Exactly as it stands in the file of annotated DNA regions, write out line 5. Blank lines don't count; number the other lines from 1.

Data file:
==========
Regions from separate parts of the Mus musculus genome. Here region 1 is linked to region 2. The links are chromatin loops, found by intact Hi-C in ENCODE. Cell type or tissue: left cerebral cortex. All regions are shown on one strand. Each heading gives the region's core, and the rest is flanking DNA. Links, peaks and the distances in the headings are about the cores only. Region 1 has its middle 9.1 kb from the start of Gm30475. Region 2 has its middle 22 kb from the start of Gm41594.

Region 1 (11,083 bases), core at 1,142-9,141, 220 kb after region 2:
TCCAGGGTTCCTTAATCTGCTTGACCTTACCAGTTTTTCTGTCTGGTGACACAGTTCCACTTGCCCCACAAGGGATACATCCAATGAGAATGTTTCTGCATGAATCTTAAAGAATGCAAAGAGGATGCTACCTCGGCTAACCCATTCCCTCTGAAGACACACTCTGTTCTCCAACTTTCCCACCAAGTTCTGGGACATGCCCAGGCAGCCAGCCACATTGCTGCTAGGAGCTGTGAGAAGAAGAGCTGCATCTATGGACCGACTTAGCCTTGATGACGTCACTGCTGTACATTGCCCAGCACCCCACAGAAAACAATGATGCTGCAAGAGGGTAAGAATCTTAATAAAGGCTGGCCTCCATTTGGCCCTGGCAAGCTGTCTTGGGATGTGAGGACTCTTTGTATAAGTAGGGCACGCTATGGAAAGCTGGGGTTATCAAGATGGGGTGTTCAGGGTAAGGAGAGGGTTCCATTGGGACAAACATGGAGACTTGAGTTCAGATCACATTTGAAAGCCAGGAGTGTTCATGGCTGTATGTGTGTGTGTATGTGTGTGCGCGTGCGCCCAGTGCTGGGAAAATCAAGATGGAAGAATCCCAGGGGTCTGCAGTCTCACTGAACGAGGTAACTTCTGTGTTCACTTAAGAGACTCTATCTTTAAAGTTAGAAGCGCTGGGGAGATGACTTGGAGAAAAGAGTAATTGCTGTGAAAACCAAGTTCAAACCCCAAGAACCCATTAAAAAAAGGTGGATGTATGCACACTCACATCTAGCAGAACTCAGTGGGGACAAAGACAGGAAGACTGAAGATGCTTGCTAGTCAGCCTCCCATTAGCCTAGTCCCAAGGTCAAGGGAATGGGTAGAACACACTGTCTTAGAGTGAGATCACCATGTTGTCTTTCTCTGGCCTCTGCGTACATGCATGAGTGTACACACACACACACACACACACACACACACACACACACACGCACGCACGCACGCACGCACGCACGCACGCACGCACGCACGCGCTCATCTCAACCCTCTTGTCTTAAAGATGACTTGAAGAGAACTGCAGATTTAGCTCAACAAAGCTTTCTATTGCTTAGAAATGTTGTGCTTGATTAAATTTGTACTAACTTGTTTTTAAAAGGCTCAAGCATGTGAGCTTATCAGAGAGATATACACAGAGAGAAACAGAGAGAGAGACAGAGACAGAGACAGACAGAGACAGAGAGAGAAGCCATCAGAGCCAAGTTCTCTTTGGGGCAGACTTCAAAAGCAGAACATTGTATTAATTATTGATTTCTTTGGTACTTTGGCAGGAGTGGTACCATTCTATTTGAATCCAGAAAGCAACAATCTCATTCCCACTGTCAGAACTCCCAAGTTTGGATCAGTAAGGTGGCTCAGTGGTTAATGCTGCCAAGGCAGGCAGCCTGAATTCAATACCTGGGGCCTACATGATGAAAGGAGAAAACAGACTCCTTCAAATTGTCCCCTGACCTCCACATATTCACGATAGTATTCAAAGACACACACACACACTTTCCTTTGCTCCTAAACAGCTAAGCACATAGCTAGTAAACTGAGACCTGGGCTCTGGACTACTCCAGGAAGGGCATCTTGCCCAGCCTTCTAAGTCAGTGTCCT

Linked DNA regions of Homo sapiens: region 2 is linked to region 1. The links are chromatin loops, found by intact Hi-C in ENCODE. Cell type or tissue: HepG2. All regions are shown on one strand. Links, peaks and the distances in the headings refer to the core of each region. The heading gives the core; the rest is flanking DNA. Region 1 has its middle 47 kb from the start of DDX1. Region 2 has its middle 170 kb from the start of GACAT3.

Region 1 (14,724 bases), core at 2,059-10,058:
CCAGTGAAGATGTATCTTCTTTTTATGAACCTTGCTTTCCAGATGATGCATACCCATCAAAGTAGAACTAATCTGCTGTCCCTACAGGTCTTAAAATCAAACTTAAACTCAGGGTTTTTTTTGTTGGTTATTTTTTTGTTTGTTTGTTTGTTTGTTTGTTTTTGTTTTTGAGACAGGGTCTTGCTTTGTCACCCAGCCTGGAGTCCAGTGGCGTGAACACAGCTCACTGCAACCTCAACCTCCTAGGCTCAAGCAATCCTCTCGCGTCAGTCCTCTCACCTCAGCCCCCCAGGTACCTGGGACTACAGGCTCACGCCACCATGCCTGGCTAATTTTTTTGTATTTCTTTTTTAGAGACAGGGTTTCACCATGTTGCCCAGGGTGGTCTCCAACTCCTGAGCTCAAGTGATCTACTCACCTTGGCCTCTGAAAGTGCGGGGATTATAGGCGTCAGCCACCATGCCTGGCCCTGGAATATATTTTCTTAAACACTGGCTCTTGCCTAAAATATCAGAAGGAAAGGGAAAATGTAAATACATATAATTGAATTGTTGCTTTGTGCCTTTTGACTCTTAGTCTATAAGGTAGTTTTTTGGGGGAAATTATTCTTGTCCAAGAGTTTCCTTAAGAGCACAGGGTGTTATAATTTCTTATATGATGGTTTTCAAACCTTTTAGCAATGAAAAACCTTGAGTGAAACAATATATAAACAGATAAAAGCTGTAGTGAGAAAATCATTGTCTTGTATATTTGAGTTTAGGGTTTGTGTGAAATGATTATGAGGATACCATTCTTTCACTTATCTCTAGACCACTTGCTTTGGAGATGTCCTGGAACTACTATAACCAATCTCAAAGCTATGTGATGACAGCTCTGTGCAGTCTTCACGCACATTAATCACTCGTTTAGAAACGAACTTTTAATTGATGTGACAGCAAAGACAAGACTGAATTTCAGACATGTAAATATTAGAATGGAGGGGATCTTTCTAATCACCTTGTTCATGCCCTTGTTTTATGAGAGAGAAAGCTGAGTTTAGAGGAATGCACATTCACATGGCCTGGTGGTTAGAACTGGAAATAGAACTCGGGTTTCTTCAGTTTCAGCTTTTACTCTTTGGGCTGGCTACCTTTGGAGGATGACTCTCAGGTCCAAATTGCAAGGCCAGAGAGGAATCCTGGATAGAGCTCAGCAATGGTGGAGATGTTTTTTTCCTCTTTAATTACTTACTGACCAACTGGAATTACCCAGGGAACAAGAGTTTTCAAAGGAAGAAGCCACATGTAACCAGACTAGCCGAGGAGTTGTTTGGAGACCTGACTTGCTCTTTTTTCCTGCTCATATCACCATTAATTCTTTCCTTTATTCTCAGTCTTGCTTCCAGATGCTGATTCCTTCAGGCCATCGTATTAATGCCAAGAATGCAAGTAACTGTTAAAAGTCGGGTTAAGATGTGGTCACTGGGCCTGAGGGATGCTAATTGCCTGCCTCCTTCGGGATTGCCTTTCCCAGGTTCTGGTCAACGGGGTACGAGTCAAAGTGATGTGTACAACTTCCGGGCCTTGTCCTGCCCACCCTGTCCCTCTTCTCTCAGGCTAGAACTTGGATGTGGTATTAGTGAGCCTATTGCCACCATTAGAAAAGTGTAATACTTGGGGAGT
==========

Region 1 (14,724 bases), core at 2,059-10,058: